In party switch, women prefer Bush over Gore
Women like Texas Gov. George W. Bush.
So do men, for that matter. But it's the early polling numbers on women's presidential preferences that have some Democrats concerned and Republicans calculating how to hang onto women voters all the way to the November 2000 election.
For the Democrats' presidential hopes, the math is stark: Bill Clinton won the presidency on the strength of the women's vote, and for Vice President Al Gore to succeed him, Democrats say he'll have to do the same. The Democrats have been losing male voters, making women all the more important, analysts say.
But in the latest poll of possible presidential matchups, a survey of New Hampshire voters by the firm Research 2000, women backed Governor Bush over Mr. Gore 51 percent to 41 percent. A recent nationwide Gallup poll shows Bush beating Gore among women by 12 points. Another leading Republican contender, Elizabeth Dole, also beats Gore by 12 points among women.
"A lot of it has more to do with who Bush and who Dole are," says independent pollster Del Ali of Research 2000. "These are the new rising stars - a different type of Republicans who don't talk like the rank-and-file Republicans."
But analysts note that the public doesn't know any of the candidates well, including Gore, and they caution against overinterpreting the polls. Still, Democrats "should be worried," says Mr. Ali.
For Republicans, these early polls represent an opportunity to make inroads with female voters, a constituency that has long confounded them. What the GOP needs to do is develop strong moderate messages on the issues women care most about, such as education, health, and the environment, analysts say. Passing gun-control legislation, favored by a majority of women, is a start.
After candidates begin to formulate agendas and define their positions on issues, then any breakdowns along gender lines will become truly apparent.
"The one thing we know for sure about the gender gap is it seems to be issue-based," says analyst Susan Carroll at the Center for the American Woman and Politics at Rutgers University in New Jersey. "So far there hasn't been much talk about issues. Support for candidates is very soft, and everyone knows that."
Another sign of hope for Democrats is that in polls gauging voter preference for generic congressional candidates, a plurality of women still favors Democrats.
But on the presidential level, some Republican activists see deeper shifts at work in women's attitudes. Tanya Melich, author of "The Republican War Against Women," says women are turning away from Gore because they're tired of the Clinton-Gore administration's years of scandals.
"There's this exhaustion and anger among women," says Ms. Melich, a Republican activist. "Many people are fed up with Clinton. That doesn't mean there's anything wrong with Gore, but [he and Clinton] had their chance. And Gore stood by the president."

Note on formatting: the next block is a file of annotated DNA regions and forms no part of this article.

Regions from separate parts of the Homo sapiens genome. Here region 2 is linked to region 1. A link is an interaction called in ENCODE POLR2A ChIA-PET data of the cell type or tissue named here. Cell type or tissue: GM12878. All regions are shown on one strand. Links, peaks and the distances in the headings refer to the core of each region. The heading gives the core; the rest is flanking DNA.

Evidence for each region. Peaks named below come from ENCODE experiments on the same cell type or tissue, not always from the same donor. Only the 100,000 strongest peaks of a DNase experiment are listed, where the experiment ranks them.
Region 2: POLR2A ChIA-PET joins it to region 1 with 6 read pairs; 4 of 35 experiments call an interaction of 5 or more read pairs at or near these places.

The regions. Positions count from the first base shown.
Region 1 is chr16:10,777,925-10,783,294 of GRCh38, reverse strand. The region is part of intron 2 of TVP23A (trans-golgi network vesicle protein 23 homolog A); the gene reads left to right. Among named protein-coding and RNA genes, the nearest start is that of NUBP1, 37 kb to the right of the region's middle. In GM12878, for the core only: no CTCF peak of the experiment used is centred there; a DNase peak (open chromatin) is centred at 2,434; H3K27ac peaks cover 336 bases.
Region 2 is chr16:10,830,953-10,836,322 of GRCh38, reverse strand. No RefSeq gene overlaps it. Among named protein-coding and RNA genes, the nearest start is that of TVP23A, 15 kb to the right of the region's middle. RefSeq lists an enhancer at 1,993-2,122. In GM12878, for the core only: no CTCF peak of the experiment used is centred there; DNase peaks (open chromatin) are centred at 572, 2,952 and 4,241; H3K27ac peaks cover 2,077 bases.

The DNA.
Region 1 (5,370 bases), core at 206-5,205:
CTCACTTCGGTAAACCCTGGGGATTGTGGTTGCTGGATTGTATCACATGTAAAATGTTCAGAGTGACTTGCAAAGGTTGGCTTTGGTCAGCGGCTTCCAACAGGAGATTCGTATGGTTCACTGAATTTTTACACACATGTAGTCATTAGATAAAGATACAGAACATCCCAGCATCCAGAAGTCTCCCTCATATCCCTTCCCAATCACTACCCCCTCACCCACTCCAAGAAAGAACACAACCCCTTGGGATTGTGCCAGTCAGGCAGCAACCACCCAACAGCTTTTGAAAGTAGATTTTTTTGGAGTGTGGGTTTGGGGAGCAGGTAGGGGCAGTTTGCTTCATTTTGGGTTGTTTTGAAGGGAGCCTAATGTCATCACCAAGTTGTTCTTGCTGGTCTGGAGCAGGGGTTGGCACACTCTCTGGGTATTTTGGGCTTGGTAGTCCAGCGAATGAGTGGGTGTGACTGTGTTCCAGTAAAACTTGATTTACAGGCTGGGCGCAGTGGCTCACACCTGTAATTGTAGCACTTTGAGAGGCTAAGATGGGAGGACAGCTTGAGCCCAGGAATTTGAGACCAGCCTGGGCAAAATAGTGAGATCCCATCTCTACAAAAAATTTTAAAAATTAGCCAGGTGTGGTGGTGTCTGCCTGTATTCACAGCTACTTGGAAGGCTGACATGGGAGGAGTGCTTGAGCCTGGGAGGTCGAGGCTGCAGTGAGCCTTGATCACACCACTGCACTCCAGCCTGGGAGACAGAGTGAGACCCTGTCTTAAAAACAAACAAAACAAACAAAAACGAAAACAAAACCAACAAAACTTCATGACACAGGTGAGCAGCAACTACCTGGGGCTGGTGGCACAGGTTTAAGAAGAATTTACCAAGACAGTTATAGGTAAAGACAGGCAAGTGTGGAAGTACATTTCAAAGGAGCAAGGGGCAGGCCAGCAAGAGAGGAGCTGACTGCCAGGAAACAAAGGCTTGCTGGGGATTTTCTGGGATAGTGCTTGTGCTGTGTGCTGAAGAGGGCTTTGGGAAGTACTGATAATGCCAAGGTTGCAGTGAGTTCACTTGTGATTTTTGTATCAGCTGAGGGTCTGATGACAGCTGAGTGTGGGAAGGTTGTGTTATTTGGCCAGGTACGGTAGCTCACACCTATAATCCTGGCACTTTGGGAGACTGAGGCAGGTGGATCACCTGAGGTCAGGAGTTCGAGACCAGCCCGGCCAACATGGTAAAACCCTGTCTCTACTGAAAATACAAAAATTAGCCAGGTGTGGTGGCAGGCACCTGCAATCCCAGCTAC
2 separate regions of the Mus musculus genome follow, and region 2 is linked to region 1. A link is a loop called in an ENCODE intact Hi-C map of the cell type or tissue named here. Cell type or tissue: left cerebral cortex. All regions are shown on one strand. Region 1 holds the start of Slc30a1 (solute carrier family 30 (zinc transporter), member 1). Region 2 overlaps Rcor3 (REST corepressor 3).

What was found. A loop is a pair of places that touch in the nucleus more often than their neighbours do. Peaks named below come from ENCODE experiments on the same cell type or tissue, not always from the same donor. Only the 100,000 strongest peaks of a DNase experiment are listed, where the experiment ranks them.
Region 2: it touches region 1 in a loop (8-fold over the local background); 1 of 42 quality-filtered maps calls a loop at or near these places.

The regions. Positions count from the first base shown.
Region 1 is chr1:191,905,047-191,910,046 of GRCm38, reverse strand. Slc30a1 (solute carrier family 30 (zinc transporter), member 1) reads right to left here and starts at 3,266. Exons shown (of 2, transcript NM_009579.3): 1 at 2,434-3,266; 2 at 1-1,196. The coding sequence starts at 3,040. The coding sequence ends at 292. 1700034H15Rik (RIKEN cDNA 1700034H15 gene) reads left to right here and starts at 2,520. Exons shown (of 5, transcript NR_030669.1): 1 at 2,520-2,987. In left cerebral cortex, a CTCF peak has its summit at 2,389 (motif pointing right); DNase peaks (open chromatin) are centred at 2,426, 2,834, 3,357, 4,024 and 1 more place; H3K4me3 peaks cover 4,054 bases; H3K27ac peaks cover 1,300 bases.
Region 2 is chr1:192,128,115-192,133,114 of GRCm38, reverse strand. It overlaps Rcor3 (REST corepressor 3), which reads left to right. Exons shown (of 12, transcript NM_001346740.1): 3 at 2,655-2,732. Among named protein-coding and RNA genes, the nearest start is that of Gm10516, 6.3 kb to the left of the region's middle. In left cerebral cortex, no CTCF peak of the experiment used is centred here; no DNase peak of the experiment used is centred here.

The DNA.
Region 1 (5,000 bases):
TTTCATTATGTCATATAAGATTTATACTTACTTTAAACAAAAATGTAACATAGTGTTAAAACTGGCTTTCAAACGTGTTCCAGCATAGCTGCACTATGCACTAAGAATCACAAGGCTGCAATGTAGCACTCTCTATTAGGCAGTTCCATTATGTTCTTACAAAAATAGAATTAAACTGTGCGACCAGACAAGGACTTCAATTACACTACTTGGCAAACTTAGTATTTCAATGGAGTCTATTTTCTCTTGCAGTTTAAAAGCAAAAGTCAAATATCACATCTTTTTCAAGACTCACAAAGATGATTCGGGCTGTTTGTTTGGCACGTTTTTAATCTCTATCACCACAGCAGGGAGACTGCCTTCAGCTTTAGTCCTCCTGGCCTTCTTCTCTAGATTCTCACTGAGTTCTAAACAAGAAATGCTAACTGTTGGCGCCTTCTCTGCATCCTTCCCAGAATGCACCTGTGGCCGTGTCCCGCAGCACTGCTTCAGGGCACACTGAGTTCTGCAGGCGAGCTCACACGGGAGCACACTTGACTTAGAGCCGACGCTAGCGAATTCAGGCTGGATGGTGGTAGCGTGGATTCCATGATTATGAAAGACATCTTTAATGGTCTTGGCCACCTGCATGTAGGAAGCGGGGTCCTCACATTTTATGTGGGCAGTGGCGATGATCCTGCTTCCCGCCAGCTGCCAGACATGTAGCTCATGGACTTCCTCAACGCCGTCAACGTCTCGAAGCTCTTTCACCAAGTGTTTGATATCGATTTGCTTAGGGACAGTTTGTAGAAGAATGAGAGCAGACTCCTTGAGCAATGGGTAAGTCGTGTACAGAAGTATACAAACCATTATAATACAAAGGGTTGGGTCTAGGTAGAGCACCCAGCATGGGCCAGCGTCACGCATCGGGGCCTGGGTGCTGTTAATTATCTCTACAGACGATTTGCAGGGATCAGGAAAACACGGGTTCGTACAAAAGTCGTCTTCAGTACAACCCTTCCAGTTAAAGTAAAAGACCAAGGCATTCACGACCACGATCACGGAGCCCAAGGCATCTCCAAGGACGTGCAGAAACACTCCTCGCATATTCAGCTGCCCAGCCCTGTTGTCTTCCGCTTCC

Mrs. Dole, whose candidacy is still in the "exploratory" phase, adds a new dimension to discussion of the women's vote. As former president of the American Red Cross and a former Cabinet secretary, she is the highest-profile woman ever to consider running for a major party's presidential nomination.
In New Hampshire, women are drawn to her candidacy more than men are: The Research 2000 poll, released May 21, showed 20 percent of the state's likely GOP women voters would back Dole, versus 10 percent of GOP men. Among all Republican candidates, she ranks second only to Bush.
But Melich believes there's more to Dole's appeal than her gender: Dole, alone among Republican contenders, has spoken out forcefully in favor of gun control. And she, along with Bush, has also sought to strike a more moderate stance on abortion.
"Elizabeth Dole is smart to have done what she's done on gun control and abortion," says nonpartisan pollster John Zogby. "She picks up a lot of support among independents. There are a lot of pro-gun-control and pro-choice Republicans."
Even if Dole ultimately doesn't win the GOP nomination, her appearance on the political stage could still help to moderate the party's image and bring more women into the fold.
For Democrats, the danger with women voters is double-edged: If substantial numbers of women peel off to the GOP, Republicans will sweep into the White House and build on their majority in Congress.
But there's also the danger that women will just stay home, as they did in 1994 when the GOP took control of Congress for the first time in 40 years.
Two years later, women voters reappeared, angered by a Republican message they felt was too harsh. Democrats regained some seats in Congress, and Mr. Clinton was easily reelected. His 11-point gender gap was the largest ever for a presidential election.